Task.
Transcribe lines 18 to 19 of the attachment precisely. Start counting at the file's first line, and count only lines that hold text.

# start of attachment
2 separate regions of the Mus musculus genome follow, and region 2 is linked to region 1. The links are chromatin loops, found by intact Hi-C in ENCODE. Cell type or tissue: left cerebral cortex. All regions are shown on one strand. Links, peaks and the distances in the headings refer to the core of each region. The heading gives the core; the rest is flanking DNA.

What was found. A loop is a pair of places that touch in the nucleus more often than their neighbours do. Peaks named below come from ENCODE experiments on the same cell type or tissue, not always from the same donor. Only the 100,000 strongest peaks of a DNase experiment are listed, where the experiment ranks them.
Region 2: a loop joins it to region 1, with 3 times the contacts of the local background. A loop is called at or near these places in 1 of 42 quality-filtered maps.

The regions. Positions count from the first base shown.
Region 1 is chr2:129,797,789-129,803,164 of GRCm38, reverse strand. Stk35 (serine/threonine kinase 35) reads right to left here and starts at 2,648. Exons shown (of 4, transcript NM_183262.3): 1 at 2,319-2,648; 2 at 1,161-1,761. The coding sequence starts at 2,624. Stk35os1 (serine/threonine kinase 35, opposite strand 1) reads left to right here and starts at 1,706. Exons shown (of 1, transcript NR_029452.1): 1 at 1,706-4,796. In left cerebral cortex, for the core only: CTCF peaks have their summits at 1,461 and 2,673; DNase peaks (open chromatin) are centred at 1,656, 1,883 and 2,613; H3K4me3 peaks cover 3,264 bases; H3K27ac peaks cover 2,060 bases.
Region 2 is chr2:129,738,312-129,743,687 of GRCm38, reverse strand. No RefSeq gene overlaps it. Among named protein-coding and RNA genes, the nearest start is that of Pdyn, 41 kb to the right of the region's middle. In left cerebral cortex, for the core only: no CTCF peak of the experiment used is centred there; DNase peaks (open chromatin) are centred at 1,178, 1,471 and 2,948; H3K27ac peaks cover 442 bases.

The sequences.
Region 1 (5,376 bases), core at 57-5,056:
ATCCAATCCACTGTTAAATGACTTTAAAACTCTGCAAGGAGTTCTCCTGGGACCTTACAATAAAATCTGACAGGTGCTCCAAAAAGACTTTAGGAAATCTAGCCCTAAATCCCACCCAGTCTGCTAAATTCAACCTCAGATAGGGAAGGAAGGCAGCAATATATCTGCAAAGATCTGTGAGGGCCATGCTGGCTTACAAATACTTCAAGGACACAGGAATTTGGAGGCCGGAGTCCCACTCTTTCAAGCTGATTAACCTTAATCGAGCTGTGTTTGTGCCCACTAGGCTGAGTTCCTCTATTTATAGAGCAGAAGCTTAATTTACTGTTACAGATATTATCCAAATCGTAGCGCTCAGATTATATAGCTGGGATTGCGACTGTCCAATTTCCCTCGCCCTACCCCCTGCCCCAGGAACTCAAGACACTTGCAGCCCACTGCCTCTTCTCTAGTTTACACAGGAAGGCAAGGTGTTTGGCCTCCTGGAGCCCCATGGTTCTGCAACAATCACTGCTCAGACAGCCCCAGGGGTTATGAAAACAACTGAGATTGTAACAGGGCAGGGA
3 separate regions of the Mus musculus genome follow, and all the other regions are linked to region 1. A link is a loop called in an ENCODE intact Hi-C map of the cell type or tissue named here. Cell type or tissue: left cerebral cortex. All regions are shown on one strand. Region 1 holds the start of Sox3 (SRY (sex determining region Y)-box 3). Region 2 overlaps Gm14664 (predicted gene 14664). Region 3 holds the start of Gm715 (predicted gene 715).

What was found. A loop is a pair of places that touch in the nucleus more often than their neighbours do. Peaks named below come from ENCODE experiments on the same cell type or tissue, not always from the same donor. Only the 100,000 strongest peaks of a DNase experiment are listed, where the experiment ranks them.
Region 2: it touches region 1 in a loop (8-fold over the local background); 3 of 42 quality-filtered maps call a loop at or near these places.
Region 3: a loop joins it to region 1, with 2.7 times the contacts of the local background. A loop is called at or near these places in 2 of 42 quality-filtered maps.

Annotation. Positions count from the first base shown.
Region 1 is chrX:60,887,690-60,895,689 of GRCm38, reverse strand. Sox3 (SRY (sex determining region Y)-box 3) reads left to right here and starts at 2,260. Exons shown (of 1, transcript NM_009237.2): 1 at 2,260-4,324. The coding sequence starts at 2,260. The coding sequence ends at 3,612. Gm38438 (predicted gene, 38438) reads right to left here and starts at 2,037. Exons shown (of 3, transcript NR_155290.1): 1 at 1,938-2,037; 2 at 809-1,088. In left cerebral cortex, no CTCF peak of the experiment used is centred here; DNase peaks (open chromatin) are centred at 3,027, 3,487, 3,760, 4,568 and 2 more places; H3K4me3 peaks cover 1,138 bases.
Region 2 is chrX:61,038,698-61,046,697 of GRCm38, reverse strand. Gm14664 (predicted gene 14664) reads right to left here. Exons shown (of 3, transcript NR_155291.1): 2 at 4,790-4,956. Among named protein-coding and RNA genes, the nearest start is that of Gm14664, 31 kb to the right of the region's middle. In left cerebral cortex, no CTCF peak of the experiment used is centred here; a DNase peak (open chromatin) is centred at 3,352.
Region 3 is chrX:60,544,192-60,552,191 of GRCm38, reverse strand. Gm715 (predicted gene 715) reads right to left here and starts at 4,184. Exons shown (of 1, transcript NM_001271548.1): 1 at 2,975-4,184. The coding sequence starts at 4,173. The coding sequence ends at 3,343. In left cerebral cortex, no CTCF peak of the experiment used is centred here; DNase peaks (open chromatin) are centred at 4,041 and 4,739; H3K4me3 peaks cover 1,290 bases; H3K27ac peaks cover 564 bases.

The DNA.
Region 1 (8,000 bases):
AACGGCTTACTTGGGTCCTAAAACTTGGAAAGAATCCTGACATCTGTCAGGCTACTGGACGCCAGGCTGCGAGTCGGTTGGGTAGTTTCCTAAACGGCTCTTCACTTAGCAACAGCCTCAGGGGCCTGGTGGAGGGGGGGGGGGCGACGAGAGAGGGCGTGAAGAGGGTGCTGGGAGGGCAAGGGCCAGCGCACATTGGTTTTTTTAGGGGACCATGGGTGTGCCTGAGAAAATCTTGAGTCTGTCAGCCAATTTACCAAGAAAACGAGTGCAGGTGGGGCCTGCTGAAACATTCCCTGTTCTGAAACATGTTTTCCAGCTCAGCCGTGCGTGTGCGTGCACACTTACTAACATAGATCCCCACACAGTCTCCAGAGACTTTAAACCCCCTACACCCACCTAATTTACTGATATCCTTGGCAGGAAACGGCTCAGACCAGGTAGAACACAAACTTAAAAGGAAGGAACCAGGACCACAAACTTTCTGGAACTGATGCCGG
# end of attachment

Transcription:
The DNA.
Region 1 (8,000 bases):